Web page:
Max Domi (Montreal Canadiens) – Forward
Player’s Salary in 2019-20: $3,150,000
Canadiens Estimated Cap Space for 2020-21: $18,357,858
Max Domi much like Dylan Strome will be signing a new deal with a raise however the numbers from this year will dictate a more team friendly deal. After signing a bridge deal for a $3.15 million AAV, Domi’s numbers fell from 28 goals and 72 points last season to 17 goals and 44 points this season. While he would have undoubtedly hit 20 goals and 50 points, the Canadiens will hold leverage in the negotiations. The problem for Montreal is that they will still have lots of cap space with very few contracts other than Domi’s to negotiate. Forward Dale Weise, goaltender Keith Kinkaid, and defenseman Christian Folin will be UFA’s; with defenders Victor Mete, Xavier Ouellette, and forward Charles Hudon as RFA’s. The Habs should have dollars left over to pursue a free agent or two to add to their roster and maybe add a bargain player or two for depth once the free agent frenzy dissipates. Max Domi’s contract negotiation will be interesting because he is arbitration eligible. If it goes to arbitration, there will be no certainty as to which way the ruling will go. The Habs will look to take care of business with Domi and his agent well before the free agency period begins in order to give themselves some cap certainty. GM Marc Bergevin should spend the bulk of his time focussing on improving a Canadiens squad that is causing a rabid fan base to lose patience with the product on the ice and with the manager at the helm.
Mackenzie Blackwood (New Jersey Devils) – Goaltender
Player’s Salary in 2019-20: $697,000
Penguins Estimated Cap Space for 2020-21: $26,245,001
Signing RFA goaltender Mackenzie Blackwood will not be an issue for the New Jersey Devils. With more than $26 million in available cap space for next season, the Devils will be able to sign Blackwood and fellow RFA’s Mirco Mueller (Defense), Jesper Bratt (Forward), and John Hayden (Forward). With prospects knocking at the door for a roster spot and three first-round picks in this upcoming NHL Draft, the Devils will be aggressively looking to make a splash in free agency to give some support and relief to Jack Hughes and Nico Hischer. GM Tom Fitzgerald will look to drastically improve the team offensively and defensively through free agency and should not be too afraid of chasing the most coveted free agents that will hit the open market. The challenge will be convincing those players to sign after a difficult season that saw the Devils perform well below expectations. Fitzgerald has time on his side as well as the support of ownership; so he can afford to be patient and wait for the right time and player in order if the Devils are not willing to significantly add to their roster this offseason.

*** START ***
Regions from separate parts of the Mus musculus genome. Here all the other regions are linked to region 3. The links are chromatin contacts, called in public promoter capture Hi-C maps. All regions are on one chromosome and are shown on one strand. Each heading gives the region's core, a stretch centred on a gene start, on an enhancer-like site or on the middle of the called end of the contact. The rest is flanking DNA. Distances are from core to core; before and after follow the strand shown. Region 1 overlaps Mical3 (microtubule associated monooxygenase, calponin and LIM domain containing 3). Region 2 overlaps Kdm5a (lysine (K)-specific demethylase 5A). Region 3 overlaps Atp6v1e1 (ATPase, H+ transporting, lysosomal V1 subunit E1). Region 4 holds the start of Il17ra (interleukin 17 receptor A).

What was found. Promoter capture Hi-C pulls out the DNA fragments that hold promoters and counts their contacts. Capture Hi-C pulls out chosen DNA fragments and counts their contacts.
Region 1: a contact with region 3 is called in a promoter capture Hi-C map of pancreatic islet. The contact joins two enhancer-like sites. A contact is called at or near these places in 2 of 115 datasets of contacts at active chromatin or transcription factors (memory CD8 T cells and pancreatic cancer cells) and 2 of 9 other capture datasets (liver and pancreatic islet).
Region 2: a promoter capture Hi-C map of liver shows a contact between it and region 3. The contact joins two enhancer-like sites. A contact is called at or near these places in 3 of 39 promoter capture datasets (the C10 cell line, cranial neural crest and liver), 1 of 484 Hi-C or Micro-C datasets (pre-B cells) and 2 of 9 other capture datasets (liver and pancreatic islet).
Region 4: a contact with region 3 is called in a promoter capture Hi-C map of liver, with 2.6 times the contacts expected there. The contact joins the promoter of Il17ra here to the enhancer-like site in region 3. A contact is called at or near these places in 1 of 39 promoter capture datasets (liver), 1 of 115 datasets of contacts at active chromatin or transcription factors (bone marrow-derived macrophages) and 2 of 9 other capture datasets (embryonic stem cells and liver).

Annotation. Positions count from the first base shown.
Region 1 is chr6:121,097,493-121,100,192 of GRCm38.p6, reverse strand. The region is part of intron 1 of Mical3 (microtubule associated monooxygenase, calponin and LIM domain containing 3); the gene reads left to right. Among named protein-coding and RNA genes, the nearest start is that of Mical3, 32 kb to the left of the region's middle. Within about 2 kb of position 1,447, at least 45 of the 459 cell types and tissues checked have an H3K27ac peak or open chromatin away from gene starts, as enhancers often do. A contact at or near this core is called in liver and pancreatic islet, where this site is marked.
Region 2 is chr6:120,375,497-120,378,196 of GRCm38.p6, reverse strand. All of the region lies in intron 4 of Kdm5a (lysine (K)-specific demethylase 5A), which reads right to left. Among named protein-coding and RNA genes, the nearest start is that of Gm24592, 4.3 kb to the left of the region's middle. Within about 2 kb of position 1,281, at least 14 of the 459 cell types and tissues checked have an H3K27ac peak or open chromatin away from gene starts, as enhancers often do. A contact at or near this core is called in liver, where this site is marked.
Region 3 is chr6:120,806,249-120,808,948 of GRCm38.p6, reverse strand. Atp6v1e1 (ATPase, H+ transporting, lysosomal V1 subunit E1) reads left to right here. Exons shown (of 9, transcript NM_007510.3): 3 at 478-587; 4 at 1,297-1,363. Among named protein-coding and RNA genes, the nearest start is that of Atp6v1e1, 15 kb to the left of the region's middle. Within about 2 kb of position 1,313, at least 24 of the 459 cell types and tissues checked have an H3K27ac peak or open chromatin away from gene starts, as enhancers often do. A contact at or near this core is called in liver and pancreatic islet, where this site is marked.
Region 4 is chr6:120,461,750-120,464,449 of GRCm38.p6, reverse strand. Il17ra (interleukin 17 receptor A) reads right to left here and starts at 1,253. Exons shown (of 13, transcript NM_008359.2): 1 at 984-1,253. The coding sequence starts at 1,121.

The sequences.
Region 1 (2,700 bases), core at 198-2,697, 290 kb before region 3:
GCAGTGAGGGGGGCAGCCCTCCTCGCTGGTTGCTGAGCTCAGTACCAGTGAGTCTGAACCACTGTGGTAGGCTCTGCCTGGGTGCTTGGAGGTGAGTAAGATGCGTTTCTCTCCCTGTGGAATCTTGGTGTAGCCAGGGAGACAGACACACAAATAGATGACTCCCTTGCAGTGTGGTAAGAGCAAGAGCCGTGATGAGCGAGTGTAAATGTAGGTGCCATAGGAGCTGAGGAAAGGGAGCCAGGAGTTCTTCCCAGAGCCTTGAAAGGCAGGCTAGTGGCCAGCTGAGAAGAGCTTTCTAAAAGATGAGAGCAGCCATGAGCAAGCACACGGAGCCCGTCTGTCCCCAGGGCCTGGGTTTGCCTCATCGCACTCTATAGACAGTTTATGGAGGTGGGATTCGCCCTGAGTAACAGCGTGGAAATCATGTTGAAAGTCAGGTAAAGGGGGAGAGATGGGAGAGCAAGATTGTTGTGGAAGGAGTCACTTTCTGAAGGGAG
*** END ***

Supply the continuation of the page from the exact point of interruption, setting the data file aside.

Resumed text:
Travis Dermott (Toronto Maple Leafs) – Defense
Player’s Salary in 2019-20: $863,333
Maple Leafs Estimated Cap Space for 2020-21: $3,666,467
The Leafs will be challenged with the salary cap again this coming offseason. It isn’t much of a surprise considering that Toronto has so many high-players under contract for the long term leaving little wiggle room for second tier and depth players. The Leafs addressed their shortage on defense for the upcoming season by re-signing Jake Muzzin to a 4 year and $5.625 million AAV deal. They also signed 26 year old KHL defenseman of the year Mikko Lehtonen to a 1-year deal worth $925,000. With about $3.6 million in cap space remaining, the Leafs will most certainly lose Cody Ceci and Tyson Barrie as they hit the UFA market. Jason Spezza would also be more likely to sign elsewhere as he may not want to sign another league minimum deal just to stay in Toronto. The Maple Leafs would like to keep Kyle Clifford, but he too may be a casualty of Toronto’s cap situation unless a trade can be made to free up some space. In terms of RFA’s, the Maple Leafs still have to sign Center Frederick Gauthier (arbitration eligible) in addition to Dermott. Dermott’s very pedestrian 11-point season will work to the Maple Leafs advantage in terms of negotiating a new deal. He will be hard pressed to demand more than $2 million based on the body of work thus far observed through the course of his ELC. Still, Dermott is a valued member of the Leafs blueline and will be re-signed. The question for Toronto is how they are going to solidify their roster with the depth moves that will be needed to make an extended playoff run with the limited amount of cap space available. GM Kyle Dubas has done a truly admirable job maximizing player value with limited cap space, but possibly moving a roster player could be exactly what the Leafs need in order to ensure their competitiveness for the Stanley Cup that continues to elude this franchise.
Are there any RFA’s that you feel should have been examined in this article?
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Until next time from BrotherlyPuck.com,
photo credit: espn.com